BUZZCOCKS: THE GOOD STUFF
Just received in the mail from Domino Records the new reissues of Buzzcocks first two LP’s, Another Music In A Different Kitchen and Love Bites. These were planned for release before bandleader Pete Shelley sadly passed away in December. The LP’s have the original Malcolm Garrett artwork, an eight-page booklet compiled by Jon Savage (the British music writer famous for England’s Dreaming, an authoritative book about The Sex Pistols), and look and sound terrific. Mine are on black vinyl but there are limited copies available on colored vinyl. Of course, I had to get the CD’s as well. The remaster is from the original ¼-inch tapes and sounds amazing.
From the first strains of 1978’s Another Music From A Different Kitchen’s ‘Fast Cars’ I remember how much this music means to me. The speedy tempos, the catchy hooks, the underrated rhythm section of Steve Garvey (bass) and John Maher (drums). It’s the perfect pop-punk blueprint. “No Reply’ whips along and has an honest-to-goodness guitar solo. It’s a typical Shelley rant, pleading and pissed off that he’s getting no communication. ‘You Tear Me Up’ is a bitter, whiplash kiss-off to a lover, and the act of love-making:
Something about the way you drool and kiss
Makes love, seem nothing like this
‘Get On Our Own’ runs through the same themes as Brian Wilson’s’;‘Wouldn’t It Be Nice,’ with some oohs and aahs in the background. Maher’s drumming is everywhere, and there is a concise guitar solo with the ‘Boredom’ motif in the middle. ‘Love Battery’ has one of those classic chord progressions. It’s a song my bands have covered many times, mining the lyrical themes of ‘Orgasm Addict.’ “Sixteen’ is the first song so far that breaks three minutes. Steve Diggle (guitar) and Shelley (guitar, vocal) plow through a two chord riff like their lives depended on it. Again there are a couple of tightly wound solos on the track before it breaks down into some backwards effects (thanks to producer Martin Rushent). Then it blasts back off into the riff and Shelly declaring:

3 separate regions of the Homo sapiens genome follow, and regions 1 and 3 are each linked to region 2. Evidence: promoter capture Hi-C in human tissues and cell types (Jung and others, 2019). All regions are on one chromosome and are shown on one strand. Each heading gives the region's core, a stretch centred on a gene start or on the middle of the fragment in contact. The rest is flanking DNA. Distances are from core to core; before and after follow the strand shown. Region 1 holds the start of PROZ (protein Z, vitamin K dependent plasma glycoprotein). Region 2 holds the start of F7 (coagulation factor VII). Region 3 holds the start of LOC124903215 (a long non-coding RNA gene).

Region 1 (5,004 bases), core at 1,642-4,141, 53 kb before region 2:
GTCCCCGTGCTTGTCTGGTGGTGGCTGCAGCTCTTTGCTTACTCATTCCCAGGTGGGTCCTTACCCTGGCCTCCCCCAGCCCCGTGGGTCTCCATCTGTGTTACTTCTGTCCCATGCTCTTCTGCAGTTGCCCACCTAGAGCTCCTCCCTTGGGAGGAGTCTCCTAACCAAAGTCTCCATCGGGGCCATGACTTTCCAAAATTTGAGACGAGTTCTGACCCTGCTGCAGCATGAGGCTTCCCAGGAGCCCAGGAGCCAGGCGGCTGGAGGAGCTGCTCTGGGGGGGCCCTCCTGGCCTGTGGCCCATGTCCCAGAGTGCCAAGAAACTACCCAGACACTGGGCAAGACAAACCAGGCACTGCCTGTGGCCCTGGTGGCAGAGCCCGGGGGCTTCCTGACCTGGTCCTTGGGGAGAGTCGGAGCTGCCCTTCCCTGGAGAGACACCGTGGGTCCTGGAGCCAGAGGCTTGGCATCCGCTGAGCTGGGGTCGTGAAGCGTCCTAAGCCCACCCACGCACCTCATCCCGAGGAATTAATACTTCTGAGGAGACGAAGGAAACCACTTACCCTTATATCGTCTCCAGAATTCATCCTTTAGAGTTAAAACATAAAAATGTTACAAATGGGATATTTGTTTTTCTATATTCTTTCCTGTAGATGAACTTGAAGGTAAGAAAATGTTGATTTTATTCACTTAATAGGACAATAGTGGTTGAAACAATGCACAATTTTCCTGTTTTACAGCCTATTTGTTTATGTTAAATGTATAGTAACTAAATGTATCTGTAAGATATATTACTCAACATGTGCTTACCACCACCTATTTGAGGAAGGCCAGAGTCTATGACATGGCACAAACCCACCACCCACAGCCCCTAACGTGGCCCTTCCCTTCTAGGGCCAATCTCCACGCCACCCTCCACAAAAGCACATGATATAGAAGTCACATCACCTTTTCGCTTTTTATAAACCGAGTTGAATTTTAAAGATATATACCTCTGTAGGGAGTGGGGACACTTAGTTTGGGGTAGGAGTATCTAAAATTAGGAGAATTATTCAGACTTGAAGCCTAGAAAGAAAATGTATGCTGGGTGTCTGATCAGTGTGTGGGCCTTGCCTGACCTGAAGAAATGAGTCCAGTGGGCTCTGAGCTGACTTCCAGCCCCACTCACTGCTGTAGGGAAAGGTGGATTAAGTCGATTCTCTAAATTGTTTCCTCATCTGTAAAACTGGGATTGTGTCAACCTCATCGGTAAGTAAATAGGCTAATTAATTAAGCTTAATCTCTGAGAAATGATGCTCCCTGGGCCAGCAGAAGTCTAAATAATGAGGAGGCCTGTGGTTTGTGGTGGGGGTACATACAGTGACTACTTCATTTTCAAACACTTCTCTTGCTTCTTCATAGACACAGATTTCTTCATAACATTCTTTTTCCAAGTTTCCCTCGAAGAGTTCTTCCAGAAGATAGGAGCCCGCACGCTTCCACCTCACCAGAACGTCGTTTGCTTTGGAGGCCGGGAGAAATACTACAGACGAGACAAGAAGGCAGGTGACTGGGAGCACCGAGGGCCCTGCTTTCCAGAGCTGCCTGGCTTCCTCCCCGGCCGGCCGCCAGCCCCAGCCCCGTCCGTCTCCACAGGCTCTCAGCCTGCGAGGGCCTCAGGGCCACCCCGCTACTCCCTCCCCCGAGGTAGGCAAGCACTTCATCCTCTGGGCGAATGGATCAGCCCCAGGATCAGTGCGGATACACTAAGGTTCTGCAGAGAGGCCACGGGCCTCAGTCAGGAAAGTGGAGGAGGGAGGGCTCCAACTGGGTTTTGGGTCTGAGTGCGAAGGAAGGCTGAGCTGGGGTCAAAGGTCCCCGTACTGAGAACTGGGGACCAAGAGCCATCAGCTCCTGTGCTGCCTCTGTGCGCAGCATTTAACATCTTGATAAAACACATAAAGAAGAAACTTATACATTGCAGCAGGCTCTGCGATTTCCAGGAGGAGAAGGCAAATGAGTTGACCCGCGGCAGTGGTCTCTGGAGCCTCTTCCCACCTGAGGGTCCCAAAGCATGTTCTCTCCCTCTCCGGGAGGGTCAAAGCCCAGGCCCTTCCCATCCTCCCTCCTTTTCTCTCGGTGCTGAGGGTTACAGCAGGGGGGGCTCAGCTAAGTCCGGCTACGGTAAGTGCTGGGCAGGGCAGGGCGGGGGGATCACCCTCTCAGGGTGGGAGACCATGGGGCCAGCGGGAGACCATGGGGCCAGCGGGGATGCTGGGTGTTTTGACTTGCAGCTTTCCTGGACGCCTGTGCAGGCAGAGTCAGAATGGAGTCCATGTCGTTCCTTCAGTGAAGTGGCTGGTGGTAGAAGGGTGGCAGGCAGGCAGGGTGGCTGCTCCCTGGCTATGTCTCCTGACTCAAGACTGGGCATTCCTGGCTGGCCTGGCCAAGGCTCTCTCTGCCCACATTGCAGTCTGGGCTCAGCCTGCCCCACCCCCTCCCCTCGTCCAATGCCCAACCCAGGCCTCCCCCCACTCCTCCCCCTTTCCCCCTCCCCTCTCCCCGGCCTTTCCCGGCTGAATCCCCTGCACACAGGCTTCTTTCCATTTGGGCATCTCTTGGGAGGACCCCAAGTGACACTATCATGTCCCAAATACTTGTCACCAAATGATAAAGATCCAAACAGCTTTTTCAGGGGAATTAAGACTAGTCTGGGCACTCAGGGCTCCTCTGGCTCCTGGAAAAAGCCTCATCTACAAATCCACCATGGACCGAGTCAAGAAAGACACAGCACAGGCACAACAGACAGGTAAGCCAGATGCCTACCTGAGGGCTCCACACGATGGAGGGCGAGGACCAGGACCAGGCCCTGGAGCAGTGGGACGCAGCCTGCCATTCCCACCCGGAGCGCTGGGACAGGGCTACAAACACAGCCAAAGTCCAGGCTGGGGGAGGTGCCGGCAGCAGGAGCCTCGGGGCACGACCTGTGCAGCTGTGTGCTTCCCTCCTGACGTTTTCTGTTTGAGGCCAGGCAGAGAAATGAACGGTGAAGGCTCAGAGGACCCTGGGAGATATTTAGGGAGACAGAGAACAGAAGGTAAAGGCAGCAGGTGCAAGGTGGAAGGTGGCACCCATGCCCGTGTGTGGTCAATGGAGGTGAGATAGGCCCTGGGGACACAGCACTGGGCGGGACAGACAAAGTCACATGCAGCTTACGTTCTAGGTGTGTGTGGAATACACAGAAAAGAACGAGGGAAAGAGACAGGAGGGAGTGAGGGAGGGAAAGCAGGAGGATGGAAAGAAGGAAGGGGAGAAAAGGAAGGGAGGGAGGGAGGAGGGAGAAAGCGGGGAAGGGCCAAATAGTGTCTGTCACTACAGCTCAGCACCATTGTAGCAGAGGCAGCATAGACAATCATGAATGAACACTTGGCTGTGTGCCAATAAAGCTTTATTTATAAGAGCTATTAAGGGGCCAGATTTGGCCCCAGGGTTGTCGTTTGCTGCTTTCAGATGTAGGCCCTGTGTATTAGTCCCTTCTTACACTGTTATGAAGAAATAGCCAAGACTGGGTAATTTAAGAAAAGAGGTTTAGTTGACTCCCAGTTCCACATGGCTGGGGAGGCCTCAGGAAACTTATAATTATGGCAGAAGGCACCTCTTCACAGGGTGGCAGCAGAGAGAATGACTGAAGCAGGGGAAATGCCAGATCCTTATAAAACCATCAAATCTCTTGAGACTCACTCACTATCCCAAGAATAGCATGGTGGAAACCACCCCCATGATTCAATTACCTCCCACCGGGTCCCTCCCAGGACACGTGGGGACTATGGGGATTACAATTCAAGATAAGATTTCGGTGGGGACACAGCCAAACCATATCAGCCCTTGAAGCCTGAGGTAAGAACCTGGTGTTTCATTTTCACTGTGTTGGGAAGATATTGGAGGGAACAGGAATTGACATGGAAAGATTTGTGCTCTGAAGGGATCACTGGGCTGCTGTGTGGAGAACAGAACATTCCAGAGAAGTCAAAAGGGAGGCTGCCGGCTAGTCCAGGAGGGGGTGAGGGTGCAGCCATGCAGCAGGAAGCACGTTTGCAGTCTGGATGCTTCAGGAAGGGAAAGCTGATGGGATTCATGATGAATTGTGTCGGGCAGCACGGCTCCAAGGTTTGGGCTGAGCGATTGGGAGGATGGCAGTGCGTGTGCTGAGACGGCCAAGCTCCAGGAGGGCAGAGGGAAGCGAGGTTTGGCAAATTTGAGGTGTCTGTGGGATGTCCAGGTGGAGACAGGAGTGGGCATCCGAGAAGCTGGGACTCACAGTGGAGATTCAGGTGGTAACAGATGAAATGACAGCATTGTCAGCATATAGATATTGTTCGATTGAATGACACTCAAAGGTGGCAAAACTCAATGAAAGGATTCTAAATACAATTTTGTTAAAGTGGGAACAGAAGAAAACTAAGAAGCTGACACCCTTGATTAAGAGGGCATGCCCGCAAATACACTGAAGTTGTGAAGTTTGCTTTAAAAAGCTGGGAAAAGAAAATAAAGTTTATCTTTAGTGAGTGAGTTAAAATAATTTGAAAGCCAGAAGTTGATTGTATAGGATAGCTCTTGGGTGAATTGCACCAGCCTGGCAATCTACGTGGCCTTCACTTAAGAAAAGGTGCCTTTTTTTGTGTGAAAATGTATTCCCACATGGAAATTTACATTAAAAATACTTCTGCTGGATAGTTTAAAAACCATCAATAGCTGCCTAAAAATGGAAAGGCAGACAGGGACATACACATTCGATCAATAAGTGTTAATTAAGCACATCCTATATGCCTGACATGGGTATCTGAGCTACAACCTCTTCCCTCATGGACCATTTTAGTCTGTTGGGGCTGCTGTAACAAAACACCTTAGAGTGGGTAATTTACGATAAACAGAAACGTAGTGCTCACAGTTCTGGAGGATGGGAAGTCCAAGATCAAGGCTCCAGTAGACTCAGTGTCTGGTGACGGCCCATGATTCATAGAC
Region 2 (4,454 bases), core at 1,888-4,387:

And I hate modern music
Disco, boogie, and pop
They go on and on and on and on and on and on and on
How I wish they would stop
‘I Don’t Mind’ is one of the classic Buzzcocks singles. Catchy as hell, backing “football terrace chant” vocals, upbeat, fast, punchy, catchy. Beatles on 45 rpm. “Fiction Romance’ is a quintessential Pete Shelley song, setting romance truly as fiction:
A fiction romance
The love of the ages
That never seems to matter in my life
A fiction romance
On magazine pages
That never seems to feature in my life
It’s a timeless and wonderful song, plus well over 4 minutes long! ‘Autonomy’ features Diggle getting some of the singing in, a song with a descending circular riff. A bit slower than the other songs but strangely satisfying. ‘I Need’ is another Shelly-makes-a-list song (of the things he needs):
(I need) Sex / (I need) Love / (I need) Drink / (I need) Drugs / ( I Need )Food /
(I Need) Cash / (I Need)
You to love me back
Ii’s fast and vaguely Ramones-like, and rips along with a chorsed bass solo(!) by Garvey. Album closer ‘Moving Away From The Pulsebeat’ is an art-school special, clocking in at OVER seven minutes, featuring double-tracked drumkits (thanks again, Martin Rushent) in a mutated version of the Bo Diddley beat, with plenty of single note soloing from Shelley, fading out and then a snippet of ‘Boredom’ is played, followed by the ‘Pulsebeat’ sound. It’s an LP ending that would make George Martin proud.